My mother tells me she spent all day cleaning the gutters
and pulling out bushes.
She tells me my father is in the shower,
between the age and the cancer
and being out in the hot June sun all day.
And I don’t understand why anyone would go through that.
I tell her, they don’t need to do that, they are old. Who cares?
But she says when you have a house, it’s what you do.
I tell her I would never own a house. Not never. No never.
And she laughs and says if you don’t have kids there is no need.
I tell her we booked the trip to London in October.
I gush about finally seeing Shakespeare’s grave.
She practically swoons. She tells me that she is going there
through me, vicariously.
She tells me to stay in London.
To not come back.
To just keep traveling from one place to another until there is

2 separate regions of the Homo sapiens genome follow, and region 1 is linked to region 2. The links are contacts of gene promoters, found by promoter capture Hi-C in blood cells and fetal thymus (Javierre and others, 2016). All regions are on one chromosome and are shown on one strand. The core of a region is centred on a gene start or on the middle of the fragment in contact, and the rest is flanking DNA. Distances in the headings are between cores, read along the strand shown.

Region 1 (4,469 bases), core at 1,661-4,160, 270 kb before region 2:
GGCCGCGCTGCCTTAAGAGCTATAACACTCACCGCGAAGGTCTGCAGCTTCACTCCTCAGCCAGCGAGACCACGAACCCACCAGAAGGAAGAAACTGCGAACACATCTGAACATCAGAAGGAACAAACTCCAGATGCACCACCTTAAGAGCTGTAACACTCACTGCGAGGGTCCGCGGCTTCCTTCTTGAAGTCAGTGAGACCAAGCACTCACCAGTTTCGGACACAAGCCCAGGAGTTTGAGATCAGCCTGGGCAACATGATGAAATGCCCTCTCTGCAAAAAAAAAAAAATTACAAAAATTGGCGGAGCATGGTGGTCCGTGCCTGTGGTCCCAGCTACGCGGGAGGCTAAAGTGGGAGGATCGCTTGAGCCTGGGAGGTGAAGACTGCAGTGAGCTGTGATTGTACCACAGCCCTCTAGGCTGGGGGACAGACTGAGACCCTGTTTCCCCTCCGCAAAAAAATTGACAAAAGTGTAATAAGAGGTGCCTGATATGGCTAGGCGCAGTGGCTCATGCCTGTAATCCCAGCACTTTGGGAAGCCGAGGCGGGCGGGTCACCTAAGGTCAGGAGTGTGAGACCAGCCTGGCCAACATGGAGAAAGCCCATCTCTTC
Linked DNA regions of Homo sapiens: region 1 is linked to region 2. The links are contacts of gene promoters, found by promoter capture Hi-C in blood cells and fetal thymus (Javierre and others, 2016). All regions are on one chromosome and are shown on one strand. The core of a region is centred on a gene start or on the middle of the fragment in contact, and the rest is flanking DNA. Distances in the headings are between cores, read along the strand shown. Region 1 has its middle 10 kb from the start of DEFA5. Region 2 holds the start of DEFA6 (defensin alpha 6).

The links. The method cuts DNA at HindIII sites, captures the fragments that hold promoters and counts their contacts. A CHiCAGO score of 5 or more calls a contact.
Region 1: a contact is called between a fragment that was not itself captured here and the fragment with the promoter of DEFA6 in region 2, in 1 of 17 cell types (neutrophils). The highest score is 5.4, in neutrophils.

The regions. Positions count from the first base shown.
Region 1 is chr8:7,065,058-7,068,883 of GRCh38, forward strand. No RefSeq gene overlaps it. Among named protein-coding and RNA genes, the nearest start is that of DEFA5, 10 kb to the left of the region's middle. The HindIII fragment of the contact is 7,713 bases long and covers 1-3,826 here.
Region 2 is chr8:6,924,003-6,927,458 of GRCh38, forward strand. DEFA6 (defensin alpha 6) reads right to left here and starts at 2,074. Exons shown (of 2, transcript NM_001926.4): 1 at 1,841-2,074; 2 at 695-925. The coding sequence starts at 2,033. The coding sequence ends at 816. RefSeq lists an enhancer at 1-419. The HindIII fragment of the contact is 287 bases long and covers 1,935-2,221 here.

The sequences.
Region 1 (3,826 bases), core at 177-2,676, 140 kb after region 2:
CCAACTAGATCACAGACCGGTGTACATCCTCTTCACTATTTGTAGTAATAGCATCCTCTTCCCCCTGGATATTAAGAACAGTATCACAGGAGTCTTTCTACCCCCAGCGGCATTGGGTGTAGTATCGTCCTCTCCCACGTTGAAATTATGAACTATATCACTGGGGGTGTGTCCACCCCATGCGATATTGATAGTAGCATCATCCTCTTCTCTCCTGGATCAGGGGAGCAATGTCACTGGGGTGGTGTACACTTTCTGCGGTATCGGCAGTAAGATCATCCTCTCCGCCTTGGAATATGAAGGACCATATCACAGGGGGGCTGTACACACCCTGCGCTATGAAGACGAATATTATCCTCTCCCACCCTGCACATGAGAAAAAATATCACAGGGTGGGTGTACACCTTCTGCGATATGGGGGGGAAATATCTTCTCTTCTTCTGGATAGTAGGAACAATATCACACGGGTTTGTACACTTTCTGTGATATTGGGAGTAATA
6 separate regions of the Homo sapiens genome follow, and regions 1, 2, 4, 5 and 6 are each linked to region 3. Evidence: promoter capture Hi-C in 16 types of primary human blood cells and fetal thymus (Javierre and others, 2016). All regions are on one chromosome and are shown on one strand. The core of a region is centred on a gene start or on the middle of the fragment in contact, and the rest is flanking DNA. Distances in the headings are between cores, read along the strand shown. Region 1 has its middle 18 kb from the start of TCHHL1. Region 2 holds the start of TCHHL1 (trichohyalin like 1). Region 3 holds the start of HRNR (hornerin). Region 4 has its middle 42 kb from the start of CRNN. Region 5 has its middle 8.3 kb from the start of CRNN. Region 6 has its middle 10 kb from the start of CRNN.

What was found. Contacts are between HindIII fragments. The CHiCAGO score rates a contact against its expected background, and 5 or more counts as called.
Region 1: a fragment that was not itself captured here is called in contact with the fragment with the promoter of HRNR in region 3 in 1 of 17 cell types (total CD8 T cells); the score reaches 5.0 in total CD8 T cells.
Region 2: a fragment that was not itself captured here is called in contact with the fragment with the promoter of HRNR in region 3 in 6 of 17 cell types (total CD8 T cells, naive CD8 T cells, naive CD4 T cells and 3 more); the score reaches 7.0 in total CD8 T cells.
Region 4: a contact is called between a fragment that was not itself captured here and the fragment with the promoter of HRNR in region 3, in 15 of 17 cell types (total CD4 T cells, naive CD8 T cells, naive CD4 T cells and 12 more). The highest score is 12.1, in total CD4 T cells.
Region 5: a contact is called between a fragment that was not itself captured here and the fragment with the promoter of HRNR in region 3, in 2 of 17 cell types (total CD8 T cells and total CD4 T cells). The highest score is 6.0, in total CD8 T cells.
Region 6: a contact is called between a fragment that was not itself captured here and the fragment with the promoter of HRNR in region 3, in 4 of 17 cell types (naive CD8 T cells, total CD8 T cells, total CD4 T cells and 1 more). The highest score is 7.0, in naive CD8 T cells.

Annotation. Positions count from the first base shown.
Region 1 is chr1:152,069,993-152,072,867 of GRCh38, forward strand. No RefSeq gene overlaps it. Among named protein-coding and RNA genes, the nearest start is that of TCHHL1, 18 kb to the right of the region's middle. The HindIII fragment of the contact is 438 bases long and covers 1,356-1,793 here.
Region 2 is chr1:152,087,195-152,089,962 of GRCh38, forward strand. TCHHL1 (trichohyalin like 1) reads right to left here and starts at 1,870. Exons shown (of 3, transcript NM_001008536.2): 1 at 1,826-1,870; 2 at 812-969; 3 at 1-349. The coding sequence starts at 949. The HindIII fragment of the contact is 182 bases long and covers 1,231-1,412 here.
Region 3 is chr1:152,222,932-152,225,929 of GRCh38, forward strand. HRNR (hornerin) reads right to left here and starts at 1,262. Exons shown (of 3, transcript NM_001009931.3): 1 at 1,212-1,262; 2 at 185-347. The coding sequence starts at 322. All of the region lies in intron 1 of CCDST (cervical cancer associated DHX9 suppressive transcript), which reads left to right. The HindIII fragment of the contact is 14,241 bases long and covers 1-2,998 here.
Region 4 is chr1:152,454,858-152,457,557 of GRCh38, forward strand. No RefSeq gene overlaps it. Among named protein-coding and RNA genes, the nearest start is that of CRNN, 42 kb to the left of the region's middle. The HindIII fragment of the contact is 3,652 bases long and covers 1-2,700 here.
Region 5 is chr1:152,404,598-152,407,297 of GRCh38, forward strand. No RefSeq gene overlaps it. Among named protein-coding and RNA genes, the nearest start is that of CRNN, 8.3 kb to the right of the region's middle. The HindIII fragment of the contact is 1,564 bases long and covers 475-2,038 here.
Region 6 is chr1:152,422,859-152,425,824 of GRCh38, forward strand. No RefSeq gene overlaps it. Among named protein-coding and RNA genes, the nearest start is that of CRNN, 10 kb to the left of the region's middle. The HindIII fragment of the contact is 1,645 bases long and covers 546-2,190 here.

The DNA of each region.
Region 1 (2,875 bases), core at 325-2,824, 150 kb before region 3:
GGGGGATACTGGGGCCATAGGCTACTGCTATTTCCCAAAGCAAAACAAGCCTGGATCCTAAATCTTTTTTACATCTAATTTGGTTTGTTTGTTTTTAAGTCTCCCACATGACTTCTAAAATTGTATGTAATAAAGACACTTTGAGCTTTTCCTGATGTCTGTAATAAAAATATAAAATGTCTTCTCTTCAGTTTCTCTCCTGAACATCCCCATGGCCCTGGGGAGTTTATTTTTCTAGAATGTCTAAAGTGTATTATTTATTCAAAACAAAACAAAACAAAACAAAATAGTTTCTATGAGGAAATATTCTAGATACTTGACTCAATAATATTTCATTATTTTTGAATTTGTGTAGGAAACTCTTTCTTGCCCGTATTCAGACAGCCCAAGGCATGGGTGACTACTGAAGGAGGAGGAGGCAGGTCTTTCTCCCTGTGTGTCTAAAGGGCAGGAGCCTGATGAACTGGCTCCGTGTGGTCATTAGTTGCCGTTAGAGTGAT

nothing left to see.
And I don’t have the words to thank her
for understanding that I don’t want a home.
Or a child.
That I just want to keep moving.
That sometimes I can’t close my eyes
worrying about what I might miss.
That even at 32, I swear,
I can hold in my hands how little might be left.
But she probably already knows this.
And I wonder if that is what she would have done.
Had she not been pregnant so young?
But probably not. Traveling tends to wear her out.
Though not as much as cleaning the gutters and pulling out bushes.
16 hours ago